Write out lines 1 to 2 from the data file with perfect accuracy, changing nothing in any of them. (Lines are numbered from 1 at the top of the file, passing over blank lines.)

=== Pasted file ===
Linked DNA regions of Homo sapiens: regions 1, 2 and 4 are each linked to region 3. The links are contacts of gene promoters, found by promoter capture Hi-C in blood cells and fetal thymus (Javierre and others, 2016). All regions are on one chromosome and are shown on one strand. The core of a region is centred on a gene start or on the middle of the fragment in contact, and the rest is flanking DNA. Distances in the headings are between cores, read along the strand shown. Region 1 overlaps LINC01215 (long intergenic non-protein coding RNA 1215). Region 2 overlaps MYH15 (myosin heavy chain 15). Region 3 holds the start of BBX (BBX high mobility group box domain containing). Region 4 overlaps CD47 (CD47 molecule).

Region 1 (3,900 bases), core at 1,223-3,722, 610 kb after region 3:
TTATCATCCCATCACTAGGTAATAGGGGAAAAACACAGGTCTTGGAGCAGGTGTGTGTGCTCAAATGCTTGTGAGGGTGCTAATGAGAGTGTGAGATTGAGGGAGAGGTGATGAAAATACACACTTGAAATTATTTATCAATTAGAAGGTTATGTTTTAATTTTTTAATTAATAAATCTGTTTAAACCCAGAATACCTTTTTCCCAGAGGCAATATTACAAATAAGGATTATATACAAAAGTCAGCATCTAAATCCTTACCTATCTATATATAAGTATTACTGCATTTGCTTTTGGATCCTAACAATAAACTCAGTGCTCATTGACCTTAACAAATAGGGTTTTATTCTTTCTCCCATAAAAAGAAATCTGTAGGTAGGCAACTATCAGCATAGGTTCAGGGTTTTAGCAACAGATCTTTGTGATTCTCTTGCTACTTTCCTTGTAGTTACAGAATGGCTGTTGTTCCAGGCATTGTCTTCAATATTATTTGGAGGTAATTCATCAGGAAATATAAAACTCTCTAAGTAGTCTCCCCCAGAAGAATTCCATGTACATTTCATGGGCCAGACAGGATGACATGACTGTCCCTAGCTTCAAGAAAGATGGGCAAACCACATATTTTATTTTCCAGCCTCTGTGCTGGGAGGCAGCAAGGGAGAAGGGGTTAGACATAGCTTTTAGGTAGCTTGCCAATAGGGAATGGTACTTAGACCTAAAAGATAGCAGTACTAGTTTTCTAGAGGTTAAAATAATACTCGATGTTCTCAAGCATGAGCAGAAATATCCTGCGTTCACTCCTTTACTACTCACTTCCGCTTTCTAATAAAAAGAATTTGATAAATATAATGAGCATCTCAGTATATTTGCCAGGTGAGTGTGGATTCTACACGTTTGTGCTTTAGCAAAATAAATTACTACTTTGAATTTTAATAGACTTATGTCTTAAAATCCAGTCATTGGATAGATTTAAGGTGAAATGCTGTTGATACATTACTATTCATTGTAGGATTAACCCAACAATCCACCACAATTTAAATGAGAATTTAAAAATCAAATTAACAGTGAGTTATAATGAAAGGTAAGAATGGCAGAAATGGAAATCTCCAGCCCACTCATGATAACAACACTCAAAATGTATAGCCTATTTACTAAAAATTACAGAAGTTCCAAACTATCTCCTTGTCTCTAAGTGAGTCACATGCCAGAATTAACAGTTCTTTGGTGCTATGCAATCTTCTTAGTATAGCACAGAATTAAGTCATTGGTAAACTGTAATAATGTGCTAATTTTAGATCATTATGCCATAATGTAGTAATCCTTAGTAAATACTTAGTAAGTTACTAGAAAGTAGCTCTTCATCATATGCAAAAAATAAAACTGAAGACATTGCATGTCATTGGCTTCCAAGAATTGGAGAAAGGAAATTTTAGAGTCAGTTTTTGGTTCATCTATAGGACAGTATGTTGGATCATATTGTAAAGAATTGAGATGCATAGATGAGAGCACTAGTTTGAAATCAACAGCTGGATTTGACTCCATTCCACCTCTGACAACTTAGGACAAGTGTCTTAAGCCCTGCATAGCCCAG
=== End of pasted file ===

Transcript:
Linked DNA regions of Homo sapiens: regions 1, 2 and 4 are each linked to region 3. The links are contacts of gene promoters, found by promoter capture Hi-C in blood cells and fetal thymus (Javierre and others, 2016). All regions are on one chromosome and are shown on one strand. The core of a region is centred on a gene start or on the middle of the fragment in contact, and the rest is flanking DNA. Distances in the headings are between cores, read along the strand shown. Region 1 overlaps LINC01215 (long intergenic non-protein coding RNA 1215). Region 2 overlaps MYH15 (myosin heavy chain 15). Region 3 holds the start of BBX (BBX high mobility group box domain containing). Region 4 overlaps CD47 (CD47 molecule).

Region 1 (3,900 bases), core at 1,223-3,722, 610 kb after region 3: